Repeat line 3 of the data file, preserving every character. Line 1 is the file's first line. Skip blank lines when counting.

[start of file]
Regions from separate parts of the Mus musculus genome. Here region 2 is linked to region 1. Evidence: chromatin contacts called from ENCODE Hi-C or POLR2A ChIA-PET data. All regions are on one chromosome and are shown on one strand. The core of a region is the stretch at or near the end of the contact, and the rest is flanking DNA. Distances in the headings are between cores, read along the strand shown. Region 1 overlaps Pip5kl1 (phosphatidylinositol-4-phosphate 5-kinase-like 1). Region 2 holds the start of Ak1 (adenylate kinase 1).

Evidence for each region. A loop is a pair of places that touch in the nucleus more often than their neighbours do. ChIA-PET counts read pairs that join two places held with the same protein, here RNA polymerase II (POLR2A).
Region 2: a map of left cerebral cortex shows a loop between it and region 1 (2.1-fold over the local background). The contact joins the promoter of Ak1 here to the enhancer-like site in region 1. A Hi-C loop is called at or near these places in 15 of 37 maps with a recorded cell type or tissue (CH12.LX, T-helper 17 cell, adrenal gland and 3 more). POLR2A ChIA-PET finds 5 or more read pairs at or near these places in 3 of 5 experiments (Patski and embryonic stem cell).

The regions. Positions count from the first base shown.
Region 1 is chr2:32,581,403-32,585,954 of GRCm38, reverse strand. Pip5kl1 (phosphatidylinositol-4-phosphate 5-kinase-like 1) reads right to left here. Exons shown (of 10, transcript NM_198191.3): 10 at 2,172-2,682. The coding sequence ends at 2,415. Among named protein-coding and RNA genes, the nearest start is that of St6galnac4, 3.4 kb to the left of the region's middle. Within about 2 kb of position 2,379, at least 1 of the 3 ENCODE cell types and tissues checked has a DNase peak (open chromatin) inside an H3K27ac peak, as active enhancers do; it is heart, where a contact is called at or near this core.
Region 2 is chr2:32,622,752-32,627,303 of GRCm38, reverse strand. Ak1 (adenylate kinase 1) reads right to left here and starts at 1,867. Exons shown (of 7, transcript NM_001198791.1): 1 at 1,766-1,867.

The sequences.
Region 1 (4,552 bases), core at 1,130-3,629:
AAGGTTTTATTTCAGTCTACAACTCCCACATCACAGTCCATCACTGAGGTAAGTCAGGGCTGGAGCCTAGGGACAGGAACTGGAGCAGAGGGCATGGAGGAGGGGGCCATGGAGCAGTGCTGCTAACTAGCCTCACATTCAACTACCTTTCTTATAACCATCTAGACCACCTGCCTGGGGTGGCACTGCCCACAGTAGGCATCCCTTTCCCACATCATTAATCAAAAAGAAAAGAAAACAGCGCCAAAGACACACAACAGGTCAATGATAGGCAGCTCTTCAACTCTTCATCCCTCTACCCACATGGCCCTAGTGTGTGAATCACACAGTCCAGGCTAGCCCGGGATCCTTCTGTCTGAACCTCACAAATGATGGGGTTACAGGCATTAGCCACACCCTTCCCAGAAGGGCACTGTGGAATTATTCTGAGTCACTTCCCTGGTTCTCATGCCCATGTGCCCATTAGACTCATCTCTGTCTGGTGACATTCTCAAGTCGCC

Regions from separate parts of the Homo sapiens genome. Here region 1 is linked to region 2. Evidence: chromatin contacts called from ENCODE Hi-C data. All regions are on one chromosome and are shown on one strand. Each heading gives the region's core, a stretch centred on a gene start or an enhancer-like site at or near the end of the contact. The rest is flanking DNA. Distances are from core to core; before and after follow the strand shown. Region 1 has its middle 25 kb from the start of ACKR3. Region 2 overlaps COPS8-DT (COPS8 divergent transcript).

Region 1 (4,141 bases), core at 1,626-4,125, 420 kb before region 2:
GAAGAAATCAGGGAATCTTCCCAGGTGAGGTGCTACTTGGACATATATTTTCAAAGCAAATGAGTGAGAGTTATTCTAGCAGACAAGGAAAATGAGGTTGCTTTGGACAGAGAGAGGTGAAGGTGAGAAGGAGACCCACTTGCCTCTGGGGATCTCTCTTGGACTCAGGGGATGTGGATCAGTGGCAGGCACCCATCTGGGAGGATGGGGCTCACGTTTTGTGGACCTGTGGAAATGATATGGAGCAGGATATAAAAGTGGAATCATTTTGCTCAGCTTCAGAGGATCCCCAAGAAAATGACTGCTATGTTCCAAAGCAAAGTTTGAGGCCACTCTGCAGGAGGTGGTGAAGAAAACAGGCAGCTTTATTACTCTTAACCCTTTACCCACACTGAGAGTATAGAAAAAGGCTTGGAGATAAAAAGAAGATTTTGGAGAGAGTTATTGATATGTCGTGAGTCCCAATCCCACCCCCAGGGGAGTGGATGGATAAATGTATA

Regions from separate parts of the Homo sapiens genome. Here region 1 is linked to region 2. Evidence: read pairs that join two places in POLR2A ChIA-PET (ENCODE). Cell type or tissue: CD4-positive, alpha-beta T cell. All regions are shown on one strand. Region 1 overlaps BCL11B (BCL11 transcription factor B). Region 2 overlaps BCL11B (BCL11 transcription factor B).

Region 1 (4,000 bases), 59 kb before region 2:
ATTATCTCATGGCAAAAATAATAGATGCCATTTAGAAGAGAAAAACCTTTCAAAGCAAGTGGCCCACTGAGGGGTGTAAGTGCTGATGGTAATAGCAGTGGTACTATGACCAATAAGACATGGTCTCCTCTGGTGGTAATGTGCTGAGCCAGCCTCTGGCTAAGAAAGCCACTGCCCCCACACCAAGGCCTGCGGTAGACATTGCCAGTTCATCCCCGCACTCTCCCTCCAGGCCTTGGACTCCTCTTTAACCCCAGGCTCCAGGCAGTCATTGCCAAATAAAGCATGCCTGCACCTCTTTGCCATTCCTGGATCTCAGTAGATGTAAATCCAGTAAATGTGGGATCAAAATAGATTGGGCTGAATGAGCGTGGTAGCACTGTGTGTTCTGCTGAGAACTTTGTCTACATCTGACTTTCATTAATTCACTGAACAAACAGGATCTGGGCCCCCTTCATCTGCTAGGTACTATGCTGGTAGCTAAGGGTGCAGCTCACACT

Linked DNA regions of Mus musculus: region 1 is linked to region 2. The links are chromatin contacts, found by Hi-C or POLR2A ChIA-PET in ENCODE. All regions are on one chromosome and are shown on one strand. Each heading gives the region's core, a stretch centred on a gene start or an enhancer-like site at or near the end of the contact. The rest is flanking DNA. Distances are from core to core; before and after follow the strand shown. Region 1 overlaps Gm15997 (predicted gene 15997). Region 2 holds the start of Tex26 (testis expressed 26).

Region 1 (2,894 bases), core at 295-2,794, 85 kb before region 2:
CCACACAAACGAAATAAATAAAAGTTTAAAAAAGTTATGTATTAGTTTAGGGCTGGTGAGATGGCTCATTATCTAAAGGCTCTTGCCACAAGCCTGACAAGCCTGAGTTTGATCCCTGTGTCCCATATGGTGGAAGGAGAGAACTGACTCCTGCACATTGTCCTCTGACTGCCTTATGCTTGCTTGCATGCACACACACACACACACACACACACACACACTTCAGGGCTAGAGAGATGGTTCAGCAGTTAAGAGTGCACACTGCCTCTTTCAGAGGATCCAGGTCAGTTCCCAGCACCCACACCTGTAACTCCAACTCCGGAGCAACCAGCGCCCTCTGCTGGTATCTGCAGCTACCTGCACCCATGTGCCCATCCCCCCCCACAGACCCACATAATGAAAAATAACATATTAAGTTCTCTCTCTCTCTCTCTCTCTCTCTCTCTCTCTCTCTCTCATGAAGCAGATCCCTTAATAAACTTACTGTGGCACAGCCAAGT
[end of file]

Region 2: a map of left cerebral cortex shows a loop between it and region 1 (2.1-fold over the local background). The contact joins the promoter of Ak1 here to the enhancer-like site in region 1. A Hi-C loop is called at or near these places in 15 of 37 maps with a recorded cell type or tissue (CH12.LX, T-helper 17 cell, adrenal gland and 3 more). POLR2A ChIA-PET finds 5 or more read pairs at or near these places in 3 of 5 experiments (Patski and embryonic stem cell).